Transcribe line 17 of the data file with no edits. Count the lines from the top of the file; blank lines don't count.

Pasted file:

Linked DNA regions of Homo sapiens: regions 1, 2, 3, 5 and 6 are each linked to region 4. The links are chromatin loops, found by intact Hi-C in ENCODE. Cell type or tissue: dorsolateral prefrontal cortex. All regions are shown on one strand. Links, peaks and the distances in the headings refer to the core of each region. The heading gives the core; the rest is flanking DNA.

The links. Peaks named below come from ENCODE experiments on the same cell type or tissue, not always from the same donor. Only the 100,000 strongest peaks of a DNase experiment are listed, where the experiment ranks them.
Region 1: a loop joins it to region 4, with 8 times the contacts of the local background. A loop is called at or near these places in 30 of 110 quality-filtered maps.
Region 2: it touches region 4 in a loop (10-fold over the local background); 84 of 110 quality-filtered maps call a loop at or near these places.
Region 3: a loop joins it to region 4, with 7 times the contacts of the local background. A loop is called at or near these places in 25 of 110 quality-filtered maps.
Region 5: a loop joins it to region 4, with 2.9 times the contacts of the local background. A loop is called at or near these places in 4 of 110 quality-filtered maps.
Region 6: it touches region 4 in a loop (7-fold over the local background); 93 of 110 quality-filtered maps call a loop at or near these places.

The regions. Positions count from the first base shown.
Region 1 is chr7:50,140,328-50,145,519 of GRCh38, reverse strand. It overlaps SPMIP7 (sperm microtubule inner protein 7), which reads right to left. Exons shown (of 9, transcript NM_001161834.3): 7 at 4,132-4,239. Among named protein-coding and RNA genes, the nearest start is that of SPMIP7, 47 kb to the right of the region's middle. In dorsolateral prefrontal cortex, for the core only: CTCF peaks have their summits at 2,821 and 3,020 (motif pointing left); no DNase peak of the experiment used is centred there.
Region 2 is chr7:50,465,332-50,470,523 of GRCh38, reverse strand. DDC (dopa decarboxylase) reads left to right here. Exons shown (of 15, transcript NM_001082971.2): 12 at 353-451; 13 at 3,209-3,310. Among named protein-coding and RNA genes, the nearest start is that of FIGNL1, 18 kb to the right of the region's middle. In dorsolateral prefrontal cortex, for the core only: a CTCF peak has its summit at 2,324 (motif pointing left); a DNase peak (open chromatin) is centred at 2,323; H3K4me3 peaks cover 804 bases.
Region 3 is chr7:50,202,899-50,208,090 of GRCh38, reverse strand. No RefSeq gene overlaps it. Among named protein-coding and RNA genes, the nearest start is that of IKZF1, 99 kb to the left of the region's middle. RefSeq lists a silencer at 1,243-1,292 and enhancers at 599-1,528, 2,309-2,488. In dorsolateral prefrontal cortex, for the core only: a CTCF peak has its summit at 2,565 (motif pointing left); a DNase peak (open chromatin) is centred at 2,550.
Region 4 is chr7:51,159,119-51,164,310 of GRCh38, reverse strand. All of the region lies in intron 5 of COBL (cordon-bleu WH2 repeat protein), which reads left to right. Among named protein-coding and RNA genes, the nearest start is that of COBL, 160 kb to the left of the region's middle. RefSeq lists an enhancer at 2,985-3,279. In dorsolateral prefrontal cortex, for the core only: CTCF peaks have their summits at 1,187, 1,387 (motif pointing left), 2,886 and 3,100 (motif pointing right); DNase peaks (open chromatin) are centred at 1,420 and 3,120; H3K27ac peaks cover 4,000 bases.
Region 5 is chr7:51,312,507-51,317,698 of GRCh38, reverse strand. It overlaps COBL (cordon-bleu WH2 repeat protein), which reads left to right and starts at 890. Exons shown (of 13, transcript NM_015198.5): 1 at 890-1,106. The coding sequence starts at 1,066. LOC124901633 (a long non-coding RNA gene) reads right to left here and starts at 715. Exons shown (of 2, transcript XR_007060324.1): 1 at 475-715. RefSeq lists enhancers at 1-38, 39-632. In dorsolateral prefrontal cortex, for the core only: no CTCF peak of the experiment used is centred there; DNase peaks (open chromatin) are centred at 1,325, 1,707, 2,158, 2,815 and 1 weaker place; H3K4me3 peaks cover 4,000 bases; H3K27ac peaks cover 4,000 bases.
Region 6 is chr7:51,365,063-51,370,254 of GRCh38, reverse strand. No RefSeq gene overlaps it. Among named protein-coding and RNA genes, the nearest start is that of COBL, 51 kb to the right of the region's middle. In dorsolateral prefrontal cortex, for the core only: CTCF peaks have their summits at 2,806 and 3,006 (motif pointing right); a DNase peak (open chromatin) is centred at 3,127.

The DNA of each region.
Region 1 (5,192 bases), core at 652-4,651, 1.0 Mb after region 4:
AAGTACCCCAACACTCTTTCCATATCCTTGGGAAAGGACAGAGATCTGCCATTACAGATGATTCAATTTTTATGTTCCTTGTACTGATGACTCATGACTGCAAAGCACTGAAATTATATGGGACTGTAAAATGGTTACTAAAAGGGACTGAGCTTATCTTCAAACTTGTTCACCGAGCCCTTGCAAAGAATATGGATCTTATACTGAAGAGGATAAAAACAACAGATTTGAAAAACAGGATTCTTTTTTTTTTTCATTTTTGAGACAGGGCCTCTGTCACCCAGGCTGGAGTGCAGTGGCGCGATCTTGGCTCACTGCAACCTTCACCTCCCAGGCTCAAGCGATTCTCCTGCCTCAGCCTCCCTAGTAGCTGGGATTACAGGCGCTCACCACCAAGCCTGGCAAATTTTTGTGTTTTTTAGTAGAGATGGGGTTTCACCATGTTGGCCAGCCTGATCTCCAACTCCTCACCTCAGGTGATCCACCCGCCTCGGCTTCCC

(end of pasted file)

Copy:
AAGTACCCCAACACTCTTTCCATATCCTTGGGAAAGGACAGAGATCTGCCATTACAGATGATTCAATTTTTATGTTCCTTGTACTGATGACTCATGACTGCAAAGCACTGAAATTATATGGGACTGTAAAATGGTTACTAAAAGGGACTGAGCTTATCTTCAAACTTGTTCACCGAGCCCTTGCAAAGAATATGGATCTTATACTGAAGAGGATAAAAACAACAGATTTGAAAAACAGGATTCTTTTTTTTTTTCATTTTTGAGACAGGGCCTCTGTCACCCAGGCTGGAGTGCAGTGGCGCGATCTTGGCTCACTGCAACCTTCACCTCCCAGGCTCAAGCGATTCTCCTGCCTCAGCCTCCCTAGTAGCTGGGATTACAGGCGCTCACCACCAAGCCTGGCAAATTTTTGTGTTTTTTAGTAGAGATGGGGTTTCACCATGTTGGCCAGCCTGATCTCCAACTCCTCACCTCAGGTGATCCACCCGCCTCGGCTTCCC